The spunky-gal lead has become as much of a kids-movie cliche as the shrinking violets of yesteryear. Time for a change.
Feisty, extroverted female characters have become the norm in children's films, as movie studios seek to overthrow the "passive princess" cliché of the early Disney years. After a long history of relying on docile heroines in classics like Snow White and Sleeping Beauty, Disney introduced more assertive female protagonists like the headstrong Belle and the sword-fighting Mulan in the '90s. Last year, Pixar finally debuted its first female lead in Brave, which won an Oscar for best animated film a few weeks ago. Merida has all the traits we have come to expect of the modern children's movie heroine: she's plucky, outgoing, and ready for battle.
Movie studios should be commended for abandoning damsel-in-distress stereotypes. But in promoting this spunky, extroverted kind of heroine, Hollywood is placing femininity in another box. Movies like Brave imply that to be strong and independent, a girl must be outgoing and have a fiery personality. To be brave, she must wield a sword and dive into battle. This kind of extrovert is admirable, but can she be relatable to girls who are naturally more reserved and thoughtful, yet brave in their own way?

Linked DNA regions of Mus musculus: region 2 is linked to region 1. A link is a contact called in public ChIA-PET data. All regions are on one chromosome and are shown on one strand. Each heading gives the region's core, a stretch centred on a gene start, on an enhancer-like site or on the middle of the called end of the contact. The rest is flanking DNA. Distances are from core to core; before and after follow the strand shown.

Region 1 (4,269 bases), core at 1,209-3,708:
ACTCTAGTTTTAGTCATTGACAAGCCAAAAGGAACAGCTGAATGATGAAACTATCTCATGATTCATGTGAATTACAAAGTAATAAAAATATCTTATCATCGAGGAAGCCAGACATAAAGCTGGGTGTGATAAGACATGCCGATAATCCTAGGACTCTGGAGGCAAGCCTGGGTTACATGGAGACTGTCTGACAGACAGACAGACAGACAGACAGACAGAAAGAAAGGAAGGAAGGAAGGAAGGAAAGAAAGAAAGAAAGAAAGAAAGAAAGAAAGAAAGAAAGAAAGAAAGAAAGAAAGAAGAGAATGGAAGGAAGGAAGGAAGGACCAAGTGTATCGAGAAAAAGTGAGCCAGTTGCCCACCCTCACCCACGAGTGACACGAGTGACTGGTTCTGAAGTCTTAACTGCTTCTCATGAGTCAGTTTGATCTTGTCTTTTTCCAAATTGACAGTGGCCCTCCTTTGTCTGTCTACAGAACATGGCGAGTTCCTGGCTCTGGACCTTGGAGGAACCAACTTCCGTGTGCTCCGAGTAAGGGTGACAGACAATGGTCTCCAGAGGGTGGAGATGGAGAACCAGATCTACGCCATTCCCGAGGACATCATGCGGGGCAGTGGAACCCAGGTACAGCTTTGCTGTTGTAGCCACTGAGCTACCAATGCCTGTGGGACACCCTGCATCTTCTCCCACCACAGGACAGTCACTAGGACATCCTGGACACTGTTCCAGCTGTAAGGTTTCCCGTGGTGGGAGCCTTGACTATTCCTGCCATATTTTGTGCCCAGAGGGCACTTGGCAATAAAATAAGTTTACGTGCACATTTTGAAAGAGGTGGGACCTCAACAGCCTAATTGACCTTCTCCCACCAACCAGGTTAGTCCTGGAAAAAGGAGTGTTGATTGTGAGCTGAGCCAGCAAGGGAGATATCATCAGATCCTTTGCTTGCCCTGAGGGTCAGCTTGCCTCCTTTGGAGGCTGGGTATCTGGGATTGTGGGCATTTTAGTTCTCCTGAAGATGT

Girls need protagonists they can relate to, and every girl is different. The heroine that appeals to one girl may not appeal to another. When I was a girl, I loved Disney movies. I admired Ariel's determination to escape the confines of her undersea life, and I rooted for Jasmine as she defied the controlling Jafar. But as much as I enjoyed watching these heroines on screen, they felt ultimately unfamiliar as characters. Their outwardly plucky personalities felt so foreign to my more reserved tendencies. While I was strong in my own way, I knew I would never be as demonstrative as those onscreen princesses.
As an adult, I know that's okay, but it's important for the next generation of introspective little girls to know that they don't need loud personalities to be strong people. It's a shame that many children's films, even ones determined to present a tough, modern heroine, end up equating confidence with extroversion.
Children's literature, on the other hand, is filled with quiet, clever heroines. Roald Dahl's Matilda, Lewis Carroll's Alice in Wonderland, and Meg Murry from Madeleine L'Engle's A Wrinkle in Time come to mind. These beloved characters are not extroverts, but they are also not wallflowers; each girl draws upon her wits, imagination, and quiet inner confidence to overcome immense obstacles.
Of course, it's much harder to portray introversion on-screen. In a book, writers can delve into the private thoughts of introverted characters using pages of narration and minimal dialogue. In film, however, it's more difficult to get inside introverted characters' heads. In movies, as in real life, shyness can come across as unfriendliness—or even worse, as boring.